During the 2013-14 academic year, the CIT led the Flipping the Classroom Faculty Fellowship. Twelve faculty from a variety of disciplines shared experiences and learned about using active learning techniques in their classrooms.
In this post in our series about the Fellowship, faculty in the program describe different ways they redesigned their courses for active learning and what they gained from participating in the Fellowship.
Assistant Professor of the Practice
Department of Chemistry
The flipped organic chemistry course in Spring 2014 had about 150 students working in groups of 6 (with subgroups of 3 students.) Students were provided with Unit Plans that contain desired learning outcomes to guide their study, and they were often asked to complete specific problems prior to the class meeting to prepare them to engage in higher order problems. Video lectures, readings, and problem sets including online “drill” problems for points were completed outside of class, while the class time was used to apply that knowledge to solve additional problems and generate new ideas with small group discussion. Large group time was used for reinforcing the big picture, emphasizing important points, and clarifying more difficult concepts.
One of the first things I learned during participation in the fellowship meetings was how to better structure my learning outcomes to emphasize the most important topics. Faculty and CIT staff at the learning community meetings gave me ideas about how to encourage students to complete the outside of class tasks by holding them accountable in different ways for their own learning.
New activity ideas presented or generated at the meetings have also given me topics to think about moving forward in terms of how to better structure individual classes and the course as a whole. Attending the classes of two colleagues through the teaching triangles exercise was terrific. Through that I saw great examples of how to better control group time on tasks in class and how to use real world open source media (short documentaries, for example) to engage the students with the material on multiple levels.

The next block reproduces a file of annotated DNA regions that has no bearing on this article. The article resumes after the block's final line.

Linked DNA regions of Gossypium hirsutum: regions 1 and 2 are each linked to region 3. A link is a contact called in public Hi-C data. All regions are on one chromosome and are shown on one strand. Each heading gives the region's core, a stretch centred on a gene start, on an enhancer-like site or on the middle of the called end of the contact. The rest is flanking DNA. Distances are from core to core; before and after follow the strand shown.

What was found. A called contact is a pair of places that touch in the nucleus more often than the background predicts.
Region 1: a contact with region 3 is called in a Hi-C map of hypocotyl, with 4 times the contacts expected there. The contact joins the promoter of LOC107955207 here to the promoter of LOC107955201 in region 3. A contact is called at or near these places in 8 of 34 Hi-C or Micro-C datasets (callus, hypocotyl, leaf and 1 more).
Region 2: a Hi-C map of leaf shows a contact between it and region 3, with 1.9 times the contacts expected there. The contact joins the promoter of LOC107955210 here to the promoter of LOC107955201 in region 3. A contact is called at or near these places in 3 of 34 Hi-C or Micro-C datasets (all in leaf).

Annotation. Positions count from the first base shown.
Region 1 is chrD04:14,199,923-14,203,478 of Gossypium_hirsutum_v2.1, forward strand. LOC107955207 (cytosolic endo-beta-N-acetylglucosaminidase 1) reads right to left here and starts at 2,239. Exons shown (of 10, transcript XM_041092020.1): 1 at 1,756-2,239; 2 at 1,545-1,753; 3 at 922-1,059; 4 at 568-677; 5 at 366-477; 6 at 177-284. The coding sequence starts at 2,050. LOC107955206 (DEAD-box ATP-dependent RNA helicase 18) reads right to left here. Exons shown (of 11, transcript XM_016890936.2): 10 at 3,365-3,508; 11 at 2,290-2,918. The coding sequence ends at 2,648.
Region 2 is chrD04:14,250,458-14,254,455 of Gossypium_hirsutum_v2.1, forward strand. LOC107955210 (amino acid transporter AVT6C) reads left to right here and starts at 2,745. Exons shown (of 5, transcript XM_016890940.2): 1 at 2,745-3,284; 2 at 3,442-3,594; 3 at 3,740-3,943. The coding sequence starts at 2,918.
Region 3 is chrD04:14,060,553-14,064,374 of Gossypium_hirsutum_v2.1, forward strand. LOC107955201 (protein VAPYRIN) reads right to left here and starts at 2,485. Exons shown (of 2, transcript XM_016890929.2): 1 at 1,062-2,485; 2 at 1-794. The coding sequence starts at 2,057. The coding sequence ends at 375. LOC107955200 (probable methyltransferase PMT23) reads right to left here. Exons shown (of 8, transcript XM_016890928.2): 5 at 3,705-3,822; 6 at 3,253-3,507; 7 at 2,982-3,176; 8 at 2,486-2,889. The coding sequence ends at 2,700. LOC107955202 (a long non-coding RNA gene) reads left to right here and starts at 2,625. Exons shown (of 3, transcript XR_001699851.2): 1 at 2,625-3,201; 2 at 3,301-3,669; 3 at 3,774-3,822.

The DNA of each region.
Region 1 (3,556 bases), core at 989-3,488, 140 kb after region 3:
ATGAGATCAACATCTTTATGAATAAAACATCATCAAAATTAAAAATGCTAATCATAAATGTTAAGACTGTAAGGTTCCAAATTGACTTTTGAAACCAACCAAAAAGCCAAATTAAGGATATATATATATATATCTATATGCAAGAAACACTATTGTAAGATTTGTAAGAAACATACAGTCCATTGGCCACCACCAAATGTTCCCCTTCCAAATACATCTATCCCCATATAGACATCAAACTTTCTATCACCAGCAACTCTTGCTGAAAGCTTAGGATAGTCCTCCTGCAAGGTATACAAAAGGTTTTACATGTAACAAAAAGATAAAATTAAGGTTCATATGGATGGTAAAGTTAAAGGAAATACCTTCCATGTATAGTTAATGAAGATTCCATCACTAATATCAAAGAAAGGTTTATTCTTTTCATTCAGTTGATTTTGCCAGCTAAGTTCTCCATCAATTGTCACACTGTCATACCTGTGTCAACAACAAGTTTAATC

Department of Biomedical Engineering
My engineering course was partially flipped in Spring 2014. I used one of my weekly class lecture periods (Wednesday) for completing in-class problems where students worked individually for 5-7 mins, then in a small group for 5-7 mins, followed by an entire class discussion on the problem for 3-5 mins. This structure was repeated for several problems until class time ran out.
The class lecture period that followed (Friday) was very similar to a traditional engineering lecture where I taught using Powerpoint (primarily for images or graphs) or board work for mathematical descriptions. The traditional lectures were not completely passive as I would have the students complete an in-class activity for about 10 minutes at some point during the lecture.
Between the Friday and Wednesday lectures, the students were asked to watch a lecture video (45-60 minutes long) and complete a Sakai Quiz that applied concepts from the lecture video. Only one-sixth of the lecture videos were new material for that semester, as the majority of videos were from the previous semester. I used Panopto to capture my lectures from the previous year in the event that I could use them for any future flipped class. This decision saved me a great deal of time once I opted to teach a partially flipped class. Thus, using previous videos really saved me a lot of time. While creating the quizzes associated with the lecture videos, I found that some of the topics that I discussed in the lecture could not be applied into questions very easily and were not critical to the learning outcomes of the course. Thus, this experience helped me realize that certain lecture material should be altered to maintain the focus on the desired learning outcomes.
In addition, when working on the in-class problems on Wednesday, I was able to closely observe student discussions and thought processes when completing the problems. This opportunity enabled me to give positive reinforcement when they were on the right track, but more importantly, allowed me to find the areas that they were struggling with in real-time. The ability to stop the student, group, or entire class and get them on the right track through further clarifications about the material or by providing alternative explanations on the topic was a very powerful teaching experience. Both the student comments that I have received and the feeling I have after every Wednesday class fuels me to attempt flipped lectures for all my courses in the years to come.